Two bits of really good news emerged from the Iowa caucuses.
First, Bernie Sanders’ surprise triumph indicates that Hillary Clinton’s coronation, though still infinitely probable, will not come as easily as expected.
Second, the excellent performance of the young Florida Sen. Marco Rubio leads one to believe that the Republican Party will choose a more presentable candidate than Trump or Cruz.
Sanders, who nobody would have bet $5 on a year ago, finished the race three tenths of a percent behind Clinton – you might as well call it a tie. He could also win next Tuesday’s New Hampshire primary. Of course, the Vermont senator will be right at home in neighboring New Hampshire. And Iowa, which is a small, rural, white state, is not representative of the rest of the country.
But, it doesn’t matter. Sanders probably won’t be able to thwart Hillary Clinton’s campaign in the long run, since she has the entire party establishment behind her and phenomenal financial resources. But his successes will have a definite psychological impact and could lead many voters to ask questions about the ex-first lady’s ties with high finance.
In Iowa, over 80 percent of young Democrats said they supported the Vermont senator — a man who could be their grandfather, but who embodies values that are rare in these financially corrupt American elections: integrity and some egalitarian aspirations.
Young Democrats in other states will react the same way – and this reaction could spread to part of the middle class, even if Sanders will always have the hindrance of being a marginal candidate with limited resources. If he won the nomination, he would be unable to beat the Republican machine.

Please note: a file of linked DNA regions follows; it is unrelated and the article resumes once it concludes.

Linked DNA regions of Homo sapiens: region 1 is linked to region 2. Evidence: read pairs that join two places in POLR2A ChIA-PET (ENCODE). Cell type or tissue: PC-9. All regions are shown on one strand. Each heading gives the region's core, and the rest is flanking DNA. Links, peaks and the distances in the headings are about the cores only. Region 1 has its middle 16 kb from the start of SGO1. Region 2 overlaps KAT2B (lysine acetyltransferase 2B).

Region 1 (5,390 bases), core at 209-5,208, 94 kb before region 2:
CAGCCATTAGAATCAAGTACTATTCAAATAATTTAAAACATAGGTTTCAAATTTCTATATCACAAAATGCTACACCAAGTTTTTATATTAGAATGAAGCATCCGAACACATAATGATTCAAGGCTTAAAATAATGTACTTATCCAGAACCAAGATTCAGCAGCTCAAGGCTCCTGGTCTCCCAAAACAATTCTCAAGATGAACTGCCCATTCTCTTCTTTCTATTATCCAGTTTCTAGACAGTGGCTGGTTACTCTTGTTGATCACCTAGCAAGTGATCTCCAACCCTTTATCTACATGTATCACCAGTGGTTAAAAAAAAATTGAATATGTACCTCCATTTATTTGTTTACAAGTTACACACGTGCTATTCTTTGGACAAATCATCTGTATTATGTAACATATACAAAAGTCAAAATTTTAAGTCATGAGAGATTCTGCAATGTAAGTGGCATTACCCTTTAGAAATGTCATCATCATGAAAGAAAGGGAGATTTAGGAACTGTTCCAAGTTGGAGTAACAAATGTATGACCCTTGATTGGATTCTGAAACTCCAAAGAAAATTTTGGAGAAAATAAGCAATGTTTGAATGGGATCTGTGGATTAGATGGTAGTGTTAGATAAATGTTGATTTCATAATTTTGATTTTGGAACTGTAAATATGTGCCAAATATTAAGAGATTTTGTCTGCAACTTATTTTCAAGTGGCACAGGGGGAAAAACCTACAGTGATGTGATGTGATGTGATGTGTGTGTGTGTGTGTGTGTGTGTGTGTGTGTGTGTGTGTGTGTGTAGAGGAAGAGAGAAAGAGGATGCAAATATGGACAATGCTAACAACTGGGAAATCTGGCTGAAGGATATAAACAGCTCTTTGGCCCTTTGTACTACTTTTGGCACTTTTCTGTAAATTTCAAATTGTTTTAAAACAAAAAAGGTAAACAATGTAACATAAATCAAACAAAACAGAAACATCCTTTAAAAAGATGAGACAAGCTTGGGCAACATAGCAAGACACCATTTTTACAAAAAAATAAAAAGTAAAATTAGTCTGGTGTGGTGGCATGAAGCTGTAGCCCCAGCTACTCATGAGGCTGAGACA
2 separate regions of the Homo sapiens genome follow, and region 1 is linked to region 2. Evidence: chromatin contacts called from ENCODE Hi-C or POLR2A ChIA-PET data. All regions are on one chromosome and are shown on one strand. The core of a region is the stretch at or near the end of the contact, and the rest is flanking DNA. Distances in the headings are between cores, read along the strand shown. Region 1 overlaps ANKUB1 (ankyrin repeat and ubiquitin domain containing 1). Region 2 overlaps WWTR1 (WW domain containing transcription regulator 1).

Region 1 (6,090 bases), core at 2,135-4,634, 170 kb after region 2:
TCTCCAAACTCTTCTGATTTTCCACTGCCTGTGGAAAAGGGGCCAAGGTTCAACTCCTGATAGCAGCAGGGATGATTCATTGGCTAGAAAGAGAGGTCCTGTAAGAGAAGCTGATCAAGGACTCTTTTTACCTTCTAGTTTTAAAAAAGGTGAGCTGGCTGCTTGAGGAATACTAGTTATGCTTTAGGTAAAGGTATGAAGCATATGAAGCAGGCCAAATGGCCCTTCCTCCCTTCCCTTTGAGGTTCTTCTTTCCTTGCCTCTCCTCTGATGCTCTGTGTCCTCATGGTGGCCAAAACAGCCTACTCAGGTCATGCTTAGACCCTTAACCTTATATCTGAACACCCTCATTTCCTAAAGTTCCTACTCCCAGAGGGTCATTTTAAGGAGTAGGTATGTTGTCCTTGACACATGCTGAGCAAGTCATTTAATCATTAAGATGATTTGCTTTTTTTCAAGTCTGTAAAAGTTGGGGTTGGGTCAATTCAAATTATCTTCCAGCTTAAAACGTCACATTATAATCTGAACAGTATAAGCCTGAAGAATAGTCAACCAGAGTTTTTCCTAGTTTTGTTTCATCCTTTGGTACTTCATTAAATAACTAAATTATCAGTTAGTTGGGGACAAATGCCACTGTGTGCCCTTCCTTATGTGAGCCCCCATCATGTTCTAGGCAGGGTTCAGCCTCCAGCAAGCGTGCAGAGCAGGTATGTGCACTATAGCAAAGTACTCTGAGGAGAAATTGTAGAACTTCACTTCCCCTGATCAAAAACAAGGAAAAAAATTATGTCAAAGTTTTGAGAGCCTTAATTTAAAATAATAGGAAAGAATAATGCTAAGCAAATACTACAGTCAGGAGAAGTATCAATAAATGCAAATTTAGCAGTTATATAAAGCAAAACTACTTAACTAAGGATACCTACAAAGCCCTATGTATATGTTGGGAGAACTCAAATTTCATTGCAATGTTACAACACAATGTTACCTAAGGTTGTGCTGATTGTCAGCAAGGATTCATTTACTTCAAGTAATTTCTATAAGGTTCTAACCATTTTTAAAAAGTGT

God knows why Sanders stubbornly refers to himself as a “socialist” (which will alienate a majority of voters), when he isn’t one at all, at least not by the definition used outside of the United States. Sanders is a good old social Democrat who would be to the right of the NDP, and would fit in perfectly with the Canadian Liberal Party.*
On the Republican side, we saw Donald Trump’s star fade, demonstrating that a poll isn’t an election, and that to win in politics, it’s not enough to entertain gawkers and increase the number of outrageous statements – you also need a solid organization and at least a minimal amount of discipline.
Ted Cruz, on the other hand, who beat Trump by four points, relied on a formidable base of Evangelicals and the extreme right of the party. Marco Rubio, by coming in just behind Trump, won the credibility battle to a certain extent.
People are predicting the “smart money” — the Republican donors’ manna — will go to him, and that he’ll become the favorite candidate of the party establishment. They know full well that extremists like Trump and Cruz have no chance of bringing the Grand Old Party back to the White House.
Moderate Republicans are suspicious of the wildcard that is Donald Trump and are scared stiff of Ted Cruz, who could create for himself a small empire within the party, made up of tea party members and the religious right.
Jeb Bush, who would have been moderates’ logical choice, hasn’t delivered. That leaves the other Florida senator, a Hispanic American and son of Cuban refugees, whose modest origins will be a welcome contrast to the pomp that now characterizes the Clinton dynasty.
The big question concerns former New York City Mayor Michael Bloomberg, a man who has dabbled somewhat in both parties, and who has already hinted he would throw his hat in the ring if Hillary Clinton’s candidacy seemed shaky. This is a hypothetical scenario that would turn things completely upside down… but it’s too early to call.
* Editor’s note: The NDP is the New Democratic Party, a social-democratic federal political party in Canada, which was founded in 1961.
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